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Concern over water quality impacts from an ever increasing array of potential contaminants has become a major challenge for water resource managers. To better understand the linkages between sources of a constituent, its effect on water quality, and the costs and benefits of controls, the Water Environment Research Foundation (WERF) has undertaken a research challenge entitled “Linking Receiving Water Impacts to Sources and to Water Quality Management Decisions”. This report describes one of the efforts undertaken as part of this research challenge.

The purpose of the overall WERF “Linkages” research challenge is to develop a better understanding of the linkages between:

  • Sources of a constituent;
  • The predicted and measured adverse impacts of the constituent on receiving waters; and
  • Controls available to address these adverse impacts and their total costs and benefits.

Additionally, it is a goal of this research challenge to identify the knowledge and information gaps that need to be addressed such that a comprehensive and cost effective pollutant control strategy can be developed and implemented for a given set of constituents.

Linking water quality impacts to the many constituents of concern is a daunting task, and several research efforts are included in this WERF research challenge to adequately address the major constituent categories. The focus of this report is on developing a state of the knowledge approach to establishing the linkages listed above, and to apply this approach to nutrients as a source constituent.

Nutrient pollution is one of the leading causes of water quality impairment in the nation, and the quantity of nutrients reaching the nations waters has dramatically escalated over the past 50 years (EPA, 2009). Nitrogen and phosphorus loadings to waterbodies impact water quality by stimulating plant and algae growth which subsequently may result in depletion of dissolved oxygen, degradation of habitat, harmful algal blooms, and impairment of drinking water sources.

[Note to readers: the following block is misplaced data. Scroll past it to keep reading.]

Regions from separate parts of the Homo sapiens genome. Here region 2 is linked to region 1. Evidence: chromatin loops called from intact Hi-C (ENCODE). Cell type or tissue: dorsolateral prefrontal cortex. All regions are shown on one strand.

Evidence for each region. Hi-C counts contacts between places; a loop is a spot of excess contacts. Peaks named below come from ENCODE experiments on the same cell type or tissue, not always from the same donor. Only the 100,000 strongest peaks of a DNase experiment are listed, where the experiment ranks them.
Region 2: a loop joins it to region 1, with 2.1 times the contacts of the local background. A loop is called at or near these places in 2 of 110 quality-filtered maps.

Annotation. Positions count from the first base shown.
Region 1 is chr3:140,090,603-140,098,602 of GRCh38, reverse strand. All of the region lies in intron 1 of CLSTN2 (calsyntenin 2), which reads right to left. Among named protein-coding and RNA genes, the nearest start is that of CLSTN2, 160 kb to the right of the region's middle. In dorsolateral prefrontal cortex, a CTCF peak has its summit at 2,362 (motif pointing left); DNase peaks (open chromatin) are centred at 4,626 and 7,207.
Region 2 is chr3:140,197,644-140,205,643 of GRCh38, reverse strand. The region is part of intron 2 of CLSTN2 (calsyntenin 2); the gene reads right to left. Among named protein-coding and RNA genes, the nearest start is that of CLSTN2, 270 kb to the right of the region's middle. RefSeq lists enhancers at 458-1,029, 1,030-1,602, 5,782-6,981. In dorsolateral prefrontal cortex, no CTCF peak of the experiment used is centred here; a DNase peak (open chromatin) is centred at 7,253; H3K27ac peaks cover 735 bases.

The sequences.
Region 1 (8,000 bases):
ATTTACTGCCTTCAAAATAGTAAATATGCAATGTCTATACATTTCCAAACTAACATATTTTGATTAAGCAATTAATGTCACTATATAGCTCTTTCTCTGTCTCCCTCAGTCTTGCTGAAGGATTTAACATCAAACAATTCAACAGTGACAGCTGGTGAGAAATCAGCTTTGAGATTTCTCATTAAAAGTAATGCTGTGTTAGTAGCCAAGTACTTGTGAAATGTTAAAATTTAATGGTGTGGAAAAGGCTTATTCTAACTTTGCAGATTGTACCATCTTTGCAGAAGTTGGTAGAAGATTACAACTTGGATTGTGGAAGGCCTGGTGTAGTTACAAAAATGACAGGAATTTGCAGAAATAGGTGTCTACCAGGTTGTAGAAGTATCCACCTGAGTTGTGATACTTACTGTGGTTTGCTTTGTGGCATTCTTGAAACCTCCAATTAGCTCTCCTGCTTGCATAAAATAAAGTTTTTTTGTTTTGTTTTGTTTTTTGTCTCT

Effectively controlling nutrient pollutant loadings to receiving waters has thus become a major challenge for resource managers. Recent requirements by EPA for numeric nutrient criteria in Florida have made this an urgent need, especially for nitrogen since it is the limiting nutrient in Florida’s coastal waters. The linkage of Florida receiving water impacts to nitrogen sources will therefore be used as a case study for an initial demonstration of the approach developed in this project. Specifically, the scope of this project is to:

  • Develop a technically defensible framework for assessment of the linkage between nitrogen sources and water quality responses;
  • Understand how the source-response linkage is influenced by nitrogen source controls;
  • Develop an approach to evaluate the effectiveness of nitrogen source control strategies;
  • Gather and summarize available information and data relative to the Florida nitrogen situation, and identify any data or knowledge gaps that would need to be filled to implement the recommended approach in Florida.

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